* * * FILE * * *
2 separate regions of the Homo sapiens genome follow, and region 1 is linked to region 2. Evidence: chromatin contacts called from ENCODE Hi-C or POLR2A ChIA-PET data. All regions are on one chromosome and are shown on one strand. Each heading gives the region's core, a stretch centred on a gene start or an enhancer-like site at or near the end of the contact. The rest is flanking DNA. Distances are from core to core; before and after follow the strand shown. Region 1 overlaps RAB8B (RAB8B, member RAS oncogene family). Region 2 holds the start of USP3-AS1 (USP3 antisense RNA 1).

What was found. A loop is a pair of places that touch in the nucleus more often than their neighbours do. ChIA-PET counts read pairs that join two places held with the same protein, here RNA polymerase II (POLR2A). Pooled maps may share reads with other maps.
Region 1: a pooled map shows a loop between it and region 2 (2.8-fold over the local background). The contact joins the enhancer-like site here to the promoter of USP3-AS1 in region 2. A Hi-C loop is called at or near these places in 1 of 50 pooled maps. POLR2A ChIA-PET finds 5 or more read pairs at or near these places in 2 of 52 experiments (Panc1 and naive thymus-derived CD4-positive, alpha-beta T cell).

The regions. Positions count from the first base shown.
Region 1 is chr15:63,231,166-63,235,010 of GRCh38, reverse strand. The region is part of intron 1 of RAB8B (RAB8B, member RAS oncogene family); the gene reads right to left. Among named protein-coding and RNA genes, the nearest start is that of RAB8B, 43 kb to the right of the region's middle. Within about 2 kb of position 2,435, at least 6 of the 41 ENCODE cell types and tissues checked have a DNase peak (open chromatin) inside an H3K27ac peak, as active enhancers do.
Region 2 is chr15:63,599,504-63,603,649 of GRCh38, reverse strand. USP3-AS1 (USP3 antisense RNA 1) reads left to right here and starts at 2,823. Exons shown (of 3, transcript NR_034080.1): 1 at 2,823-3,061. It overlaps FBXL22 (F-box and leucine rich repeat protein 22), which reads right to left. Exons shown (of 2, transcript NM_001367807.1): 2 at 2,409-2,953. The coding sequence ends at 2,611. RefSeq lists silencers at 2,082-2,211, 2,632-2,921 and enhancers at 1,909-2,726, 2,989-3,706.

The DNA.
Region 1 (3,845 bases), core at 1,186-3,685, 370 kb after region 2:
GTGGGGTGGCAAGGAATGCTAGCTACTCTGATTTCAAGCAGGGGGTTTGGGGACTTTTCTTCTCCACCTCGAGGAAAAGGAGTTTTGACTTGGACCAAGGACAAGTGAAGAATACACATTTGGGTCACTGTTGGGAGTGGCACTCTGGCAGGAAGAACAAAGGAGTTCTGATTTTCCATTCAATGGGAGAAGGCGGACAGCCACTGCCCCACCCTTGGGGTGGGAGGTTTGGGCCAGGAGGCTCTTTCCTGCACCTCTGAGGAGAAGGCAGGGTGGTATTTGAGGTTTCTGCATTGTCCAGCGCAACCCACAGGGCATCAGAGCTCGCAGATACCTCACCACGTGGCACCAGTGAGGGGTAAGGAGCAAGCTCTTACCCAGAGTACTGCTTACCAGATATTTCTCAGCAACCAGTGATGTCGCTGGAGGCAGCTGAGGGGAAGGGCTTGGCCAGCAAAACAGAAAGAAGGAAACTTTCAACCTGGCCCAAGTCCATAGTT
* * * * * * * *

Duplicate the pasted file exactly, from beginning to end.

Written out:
2 separate regions of the Homo sapiens genome follow, and region 1 is linked to region 2. Evidence: chromatin contacts called from ENCODE Hi-C or POLR2A ChIA-PET data. All regions are on one chromosome and are shown on one strand. Each heading gives the region's core, a stretch centred on a gene start or an enhancer-like site at or near the end of the contact. The rest is flanking DNA. Distances are from core to core; before and after follow the strand shown. Region 1 overlaps RAB8B (RAB8B, member RAS oncogene family). Region 2 holds the start of USP3-AS1 (USP3 antisense RNA 1).

What was found. A loop is a pair of places that touch in the nucleus more often than their neighbours do. ChIA-PET counts read pairs that join two places held with the same protein, here RNA polymerase II (POLR2A). Pooled maps may share reads with other maps.
Region 1: a pooled map shows a loop between it and region 2 (2.8-fold over the local background). The contact joins the enhancer-like site here to the promoter of USP3-AS1 in region 2. A Hi-C loop is called at or near these places in 1 of 50 pooled maps. POLR2A ChIA-PET finds 5 or more read pairs at or near these places in 2 of 52 experiments (Panc1 and naive thymus-derived CD4-positive, alpha-beta T cell).

The regions. Positions count from the first base shown.
Region 1 is chr15:63,231,166-63,235,010 of GRCh38, reverse strand. The region is part of intron 1 of RAB8B (RAB8B, member RAS oncogene family); the gene reads right to left. Among named protein-coding and RNA genes, the nearest start is that of RAB8B, 43 kb to the right of the region's middle. Within about 2 kb of position 2,435, at least 6 of the 41 ENCODE cell types and tissues checked have a DNase peak (open chromatin) inside an H3K27ac peak, as active enhancers do.
Region 2 is chr15:63,599,504-63,603,649 of GRCh38, reverse strand. USP3-AS1 (USP3 antisense RNA 1) reads left to right here and starts at 2,823. Exons shown (of 3, transcript NR_034080.1): 1 at 2,823-3,061. It overlaps FBXL22 (F-box and leucine rich repeat protein 22), which reads right to left. Exons shown (of 2, transcript NM_001367807.1): 2 at 2,409-2,953. The coding sequence ends at 2,611. RefSeq lists silencers at 2,082-2,211, 2,632-2,921 and enhancers at 1,909-2,726, 2,989-3,706.

The DNA.
Region 1 (3,845 bases), core at 1,186-3,685, 370 kb after region 2:
GTGGGGTGGCAAGGAATGCTAGCTACTCTGATTTCAAGCAGGGGGTTTGGGGACTTTTCTTCTCCACCTCGAGGAAAAGGAGTTTTGACTTGGACCAAGGACAAGTGAAGAATACACATTTGGGTCACTGTTGGGAGTGGCACTCTGGCAGGAAGAACAAAGGAGTTCTGATTTTCCATTCAATGGGAGAAGGCGGACAGCCACTGCCCCACCCTTGGGGTGGGAGGTTTGGGCCAGGAGGCTCTTTCCTGCACCTCTGAGGAGAAGGCAGGGTGGTATTTGAGGTTTCTGCATTGTCCAGCGCAACCCACAGGGCATCAGAGCTCGCAGATACCTCACCACGTGGCACCAGTGAGGGGTAAGGAGCAAGCTCTTACCCAGAGTACTGCTTACCAGATATTTCTCAGCAACCAGTGATGTCGCTGGAGGCAGCTGAGGGGAAGGGCTTGGCCAGCAAAACAGAAAGAAGGAAACTTTCAACCTGGCCCAAGTCCATAGTT